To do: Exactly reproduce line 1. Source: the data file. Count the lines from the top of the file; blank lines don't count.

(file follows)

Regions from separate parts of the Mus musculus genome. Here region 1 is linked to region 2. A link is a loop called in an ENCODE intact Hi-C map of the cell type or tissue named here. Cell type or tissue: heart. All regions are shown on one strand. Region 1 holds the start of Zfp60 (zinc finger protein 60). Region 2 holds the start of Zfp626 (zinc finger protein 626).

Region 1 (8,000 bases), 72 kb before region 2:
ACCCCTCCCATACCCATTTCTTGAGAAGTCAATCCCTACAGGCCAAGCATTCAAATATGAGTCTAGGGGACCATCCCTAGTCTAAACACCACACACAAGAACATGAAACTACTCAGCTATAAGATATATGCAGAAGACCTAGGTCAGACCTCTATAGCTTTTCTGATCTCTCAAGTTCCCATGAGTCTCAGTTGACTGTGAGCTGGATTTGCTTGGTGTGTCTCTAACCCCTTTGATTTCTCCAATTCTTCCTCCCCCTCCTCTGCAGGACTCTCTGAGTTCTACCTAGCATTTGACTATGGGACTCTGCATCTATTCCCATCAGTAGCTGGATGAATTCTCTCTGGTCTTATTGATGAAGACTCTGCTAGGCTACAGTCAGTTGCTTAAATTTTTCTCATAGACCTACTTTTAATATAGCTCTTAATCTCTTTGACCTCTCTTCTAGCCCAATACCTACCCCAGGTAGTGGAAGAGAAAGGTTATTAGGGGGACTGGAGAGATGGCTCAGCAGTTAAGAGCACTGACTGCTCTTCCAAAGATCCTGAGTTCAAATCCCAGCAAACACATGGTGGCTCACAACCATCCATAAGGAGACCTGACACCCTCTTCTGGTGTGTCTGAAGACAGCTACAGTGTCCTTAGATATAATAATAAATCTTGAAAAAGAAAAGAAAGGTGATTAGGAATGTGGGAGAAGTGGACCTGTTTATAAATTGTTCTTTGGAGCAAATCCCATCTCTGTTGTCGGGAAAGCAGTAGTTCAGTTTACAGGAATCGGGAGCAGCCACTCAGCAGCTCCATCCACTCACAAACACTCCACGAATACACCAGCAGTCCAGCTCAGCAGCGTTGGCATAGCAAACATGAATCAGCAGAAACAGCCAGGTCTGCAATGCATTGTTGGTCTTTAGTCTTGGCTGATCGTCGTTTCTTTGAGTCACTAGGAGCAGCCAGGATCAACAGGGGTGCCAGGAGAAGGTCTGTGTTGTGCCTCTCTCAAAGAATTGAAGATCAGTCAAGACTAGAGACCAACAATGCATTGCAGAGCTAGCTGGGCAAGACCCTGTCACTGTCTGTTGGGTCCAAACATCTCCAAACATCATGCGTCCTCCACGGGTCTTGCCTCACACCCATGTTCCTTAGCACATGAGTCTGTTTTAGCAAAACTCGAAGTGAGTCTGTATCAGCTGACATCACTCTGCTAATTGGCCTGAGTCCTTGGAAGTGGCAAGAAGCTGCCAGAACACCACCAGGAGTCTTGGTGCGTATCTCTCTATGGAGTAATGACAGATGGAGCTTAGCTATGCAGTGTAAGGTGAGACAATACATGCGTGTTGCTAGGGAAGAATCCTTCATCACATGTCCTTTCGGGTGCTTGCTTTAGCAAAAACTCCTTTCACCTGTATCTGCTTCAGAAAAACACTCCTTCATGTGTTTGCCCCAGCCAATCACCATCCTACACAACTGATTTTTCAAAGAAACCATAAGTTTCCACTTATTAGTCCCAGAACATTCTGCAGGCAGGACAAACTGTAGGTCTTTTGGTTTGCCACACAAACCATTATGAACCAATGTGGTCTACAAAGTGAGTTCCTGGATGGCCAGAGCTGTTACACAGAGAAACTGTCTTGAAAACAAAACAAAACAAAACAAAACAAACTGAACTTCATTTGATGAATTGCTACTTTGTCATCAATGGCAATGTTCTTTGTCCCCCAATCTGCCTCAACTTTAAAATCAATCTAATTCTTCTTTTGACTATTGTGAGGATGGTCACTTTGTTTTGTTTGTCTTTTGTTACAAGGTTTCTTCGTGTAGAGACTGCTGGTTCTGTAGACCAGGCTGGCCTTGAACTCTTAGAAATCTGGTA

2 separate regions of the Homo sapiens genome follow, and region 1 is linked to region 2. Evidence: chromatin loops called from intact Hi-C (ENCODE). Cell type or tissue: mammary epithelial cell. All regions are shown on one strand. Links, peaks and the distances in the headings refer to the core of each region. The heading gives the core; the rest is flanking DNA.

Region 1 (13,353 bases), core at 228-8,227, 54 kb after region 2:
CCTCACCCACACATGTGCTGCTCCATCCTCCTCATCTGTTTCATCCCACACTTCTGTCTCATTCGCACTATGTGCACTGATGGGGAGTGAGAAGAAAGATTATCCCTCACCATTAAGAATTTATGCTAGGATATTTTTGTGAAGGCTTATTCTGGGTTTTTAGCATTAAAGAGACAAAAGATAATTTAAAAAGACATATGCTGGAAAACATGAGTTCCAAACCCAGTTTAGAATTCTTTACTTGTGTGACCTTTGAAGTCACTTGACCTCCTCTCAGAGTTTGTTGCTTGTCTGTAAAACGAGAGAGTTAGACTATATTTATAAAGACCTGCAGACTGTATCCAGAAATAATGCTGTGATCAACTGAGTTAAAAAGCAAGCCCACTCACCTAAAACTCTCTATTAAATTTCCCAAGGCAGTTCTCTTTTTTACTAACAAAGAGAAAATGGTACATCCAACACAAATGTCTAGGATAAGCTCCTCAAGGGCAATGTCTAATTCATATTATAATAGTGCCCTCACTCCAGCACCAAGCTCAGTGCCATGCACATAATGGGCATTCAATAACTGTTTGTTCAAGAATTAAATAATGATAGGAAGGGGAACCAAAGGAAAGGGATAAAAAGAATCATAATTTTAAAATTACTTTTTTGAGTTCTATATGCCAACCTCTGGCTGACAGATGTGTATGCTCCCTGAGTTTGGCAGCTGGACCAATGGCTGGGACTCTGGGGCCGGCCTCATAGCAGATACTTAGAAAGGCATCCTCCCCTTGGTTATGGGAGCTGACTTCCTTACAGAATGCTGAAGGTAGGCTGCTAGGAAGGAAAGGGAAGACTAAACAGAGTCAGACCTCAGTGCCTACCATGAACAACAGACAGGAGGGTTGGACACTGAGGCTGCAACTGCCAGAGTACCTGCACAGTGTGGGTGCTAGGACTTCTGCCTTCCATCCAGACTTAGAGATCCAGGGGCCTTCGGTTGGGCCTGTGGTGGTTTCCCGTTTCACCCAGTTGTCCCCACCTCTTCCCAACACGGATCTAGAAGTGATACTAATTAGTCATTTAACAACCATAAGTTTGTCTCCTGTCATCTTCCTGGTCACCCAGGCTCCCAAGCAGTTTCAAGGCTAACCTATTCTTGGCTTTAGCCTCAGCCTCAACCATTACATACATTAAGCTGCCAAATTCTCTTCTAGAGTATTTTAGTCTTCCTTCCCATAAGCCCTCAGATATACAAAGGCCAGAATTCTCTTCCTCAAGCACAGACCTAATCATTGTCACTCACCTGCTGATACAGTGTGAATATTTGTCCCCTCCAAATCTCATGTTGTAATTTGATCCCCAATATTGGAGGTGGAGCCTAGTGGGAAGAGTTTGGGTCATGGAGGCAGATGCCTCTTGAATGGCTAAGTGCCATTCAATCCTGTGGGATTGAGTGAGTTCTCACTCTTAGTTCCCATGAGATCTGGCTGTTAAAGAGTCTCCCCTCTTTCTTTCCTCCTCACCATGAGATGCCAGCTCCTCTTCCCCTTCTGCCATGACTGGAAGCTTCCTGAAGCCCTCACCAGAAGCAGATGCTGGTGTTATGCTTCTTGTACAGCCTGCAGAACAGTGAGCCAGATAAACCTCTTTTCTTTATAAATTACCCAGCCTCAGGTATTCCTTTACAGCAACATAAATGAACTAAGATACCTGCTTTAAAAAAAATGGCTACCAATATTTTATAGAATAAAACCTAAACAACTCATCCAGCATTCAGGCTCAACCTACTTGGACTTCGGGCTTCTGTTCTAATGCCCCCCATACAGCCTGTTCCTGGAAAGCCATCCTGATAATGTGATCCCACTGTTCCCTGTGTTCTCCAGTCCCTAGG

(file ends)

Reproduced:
Regions from separate parts of the Mus musculus genome. Here region 1 is linked to region 2. A link is a loop called in an ENCODE intact Hi-C map of the cell type or tissue named here. Cell type or tissue: heart. All regions are shown on one strand. Region 1 holds the start of Zfp60 (zinc finger protein 60). Region 2 holds the start of Zfp626 (zinc finger protein 626).